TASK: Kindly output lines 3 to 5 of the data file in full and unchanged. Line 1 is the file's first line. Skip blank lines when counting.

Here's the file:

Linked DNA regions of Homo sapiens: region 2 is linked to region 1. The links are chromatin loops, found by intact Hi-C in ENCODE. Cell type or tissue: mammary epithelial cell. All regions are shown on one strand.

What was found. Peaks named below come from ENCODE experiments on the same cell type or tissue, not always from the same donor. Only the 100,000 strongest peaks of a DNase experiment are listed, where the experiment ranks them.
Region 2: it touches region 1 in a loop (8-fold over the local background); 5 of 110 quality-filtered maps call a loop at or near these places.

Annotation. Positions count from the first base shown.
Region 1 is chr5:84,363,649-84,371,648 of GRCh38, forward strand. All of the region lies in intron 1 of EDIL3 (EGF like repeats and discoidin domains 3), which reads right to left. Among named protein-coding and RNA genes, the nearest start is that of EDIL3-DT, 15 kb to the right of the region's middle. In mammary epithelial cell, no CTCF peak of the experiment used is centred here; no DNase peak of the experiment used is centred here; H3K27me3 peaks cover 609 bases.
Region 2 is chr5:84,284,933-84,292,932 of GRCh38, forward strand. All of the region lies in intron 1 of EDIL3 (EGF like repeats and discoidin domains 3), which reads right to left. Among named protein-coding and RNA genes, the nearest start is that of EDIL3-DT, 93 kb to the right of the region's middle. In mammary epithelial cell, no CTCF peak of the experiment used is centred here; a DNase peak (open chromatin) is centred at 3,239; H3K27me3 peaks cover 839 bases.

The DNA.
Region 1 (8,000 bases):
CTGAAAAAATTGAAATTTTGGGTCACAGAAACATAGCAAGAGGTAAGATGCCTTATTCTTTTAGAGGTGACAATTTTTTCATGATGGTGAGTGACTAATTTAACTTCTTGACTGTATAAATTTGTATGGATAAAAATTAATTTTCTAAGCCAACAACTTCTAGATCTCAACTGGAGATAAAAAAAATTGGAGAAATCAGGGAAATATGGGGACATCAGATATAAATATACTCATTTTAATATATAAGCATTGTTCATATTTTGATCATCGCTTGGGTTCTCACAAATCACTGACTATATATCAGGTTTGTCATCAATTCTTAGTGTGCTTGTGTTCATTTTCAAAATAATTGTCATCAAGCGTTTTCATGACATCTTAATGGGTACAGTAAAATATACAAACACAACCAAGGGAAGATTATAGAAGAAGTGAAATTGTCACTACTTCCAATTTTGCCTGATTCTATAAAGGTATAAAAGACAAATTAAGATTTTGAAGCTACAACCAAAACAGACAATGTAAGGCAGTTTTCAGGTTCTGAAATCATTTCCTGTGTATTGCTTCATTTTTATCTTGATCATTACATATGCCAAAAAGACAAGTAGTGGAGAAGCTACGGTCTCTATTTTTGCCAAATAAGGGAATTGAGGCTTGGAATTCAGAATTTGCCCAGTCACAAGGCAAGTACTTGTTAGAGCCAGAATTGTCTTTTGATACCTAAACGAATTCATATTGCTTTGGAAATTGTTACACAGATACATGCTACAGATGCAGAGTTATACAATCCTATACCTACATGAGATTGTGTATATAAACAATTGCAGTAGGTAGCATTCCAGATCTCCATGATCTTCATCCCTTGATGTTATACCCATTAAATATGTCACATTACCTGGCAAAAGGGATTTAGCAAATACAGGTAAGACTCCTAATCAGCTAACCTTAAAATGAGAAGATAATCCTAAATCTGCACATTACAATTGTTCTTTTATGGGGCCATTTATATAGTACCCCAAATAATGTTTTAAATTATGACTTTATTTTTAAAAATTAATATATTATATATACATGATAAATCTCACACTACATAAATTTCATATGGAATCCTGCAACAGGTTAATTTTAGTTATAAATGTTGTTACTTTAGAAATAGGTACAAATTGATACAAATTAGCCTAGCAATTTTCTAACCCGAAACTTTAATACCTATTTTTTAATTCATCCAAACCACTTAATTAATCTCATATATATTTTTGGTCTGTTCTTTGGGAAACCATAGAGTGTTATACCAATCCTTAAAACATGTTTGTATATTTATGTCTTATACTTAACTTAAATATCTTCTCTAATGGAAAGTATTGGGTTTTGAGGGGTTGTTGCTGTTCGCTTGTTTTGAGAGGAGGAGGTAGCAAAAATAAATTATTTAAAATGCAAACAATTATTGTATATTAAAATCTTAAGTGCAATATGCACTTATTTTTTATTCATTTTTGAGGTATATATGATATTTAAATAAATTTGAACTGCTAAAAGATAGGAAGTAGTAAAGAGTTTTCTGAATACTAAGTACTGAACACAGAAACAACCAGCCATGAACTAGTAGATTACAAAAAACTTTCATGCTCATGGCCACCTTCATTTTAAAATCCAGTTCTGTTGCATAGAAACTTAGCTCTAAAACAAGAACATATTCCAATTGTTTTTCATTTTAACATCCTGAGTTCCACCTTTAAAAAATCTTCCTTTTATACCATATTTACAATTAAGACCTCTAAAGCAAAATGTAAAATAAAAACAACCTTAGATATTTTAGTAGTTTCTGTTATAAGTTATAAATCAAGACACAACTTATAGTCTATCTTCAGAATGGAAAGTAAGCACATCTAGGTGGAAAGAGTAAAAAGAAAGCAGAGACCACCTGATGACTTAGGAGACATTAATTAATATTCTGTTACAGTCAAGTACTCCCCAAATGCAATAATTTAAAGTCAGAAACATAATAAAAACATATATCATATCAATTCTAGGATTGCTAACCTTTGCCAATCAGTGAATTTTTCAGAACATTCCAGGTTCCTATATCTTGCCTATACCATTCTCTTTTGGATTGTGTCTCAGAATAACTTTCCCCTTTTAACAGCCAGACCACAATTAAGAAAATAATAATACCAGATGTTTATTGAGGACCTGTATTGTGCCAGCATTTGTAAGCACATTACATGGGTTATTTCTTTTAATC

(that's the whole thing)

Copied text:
Region 2: it touches region 1 in a loop (8-fold over the local background); 5 of 110 quality-filtered maps call a loop at or near these places.

Annotation. Positions count from the first base shown.
Region 1 is chr5:84,363,649-84,371,648 of GRCh38, forward strand. All of the region lies in intron 1 of EDIL3 (EGF like repeats and discoidin domains 3), which reads right to left. Among named protein-coding and RNA genes, the nearest start is that of EDIL3-DT, 15 kb to the right of the region's middle. In mammary epithelial cell, no CTCF peak of the experiment used is centred here; no DNase peak of the experiment used is centred here; H3K27me3 peaks cover 609 bases.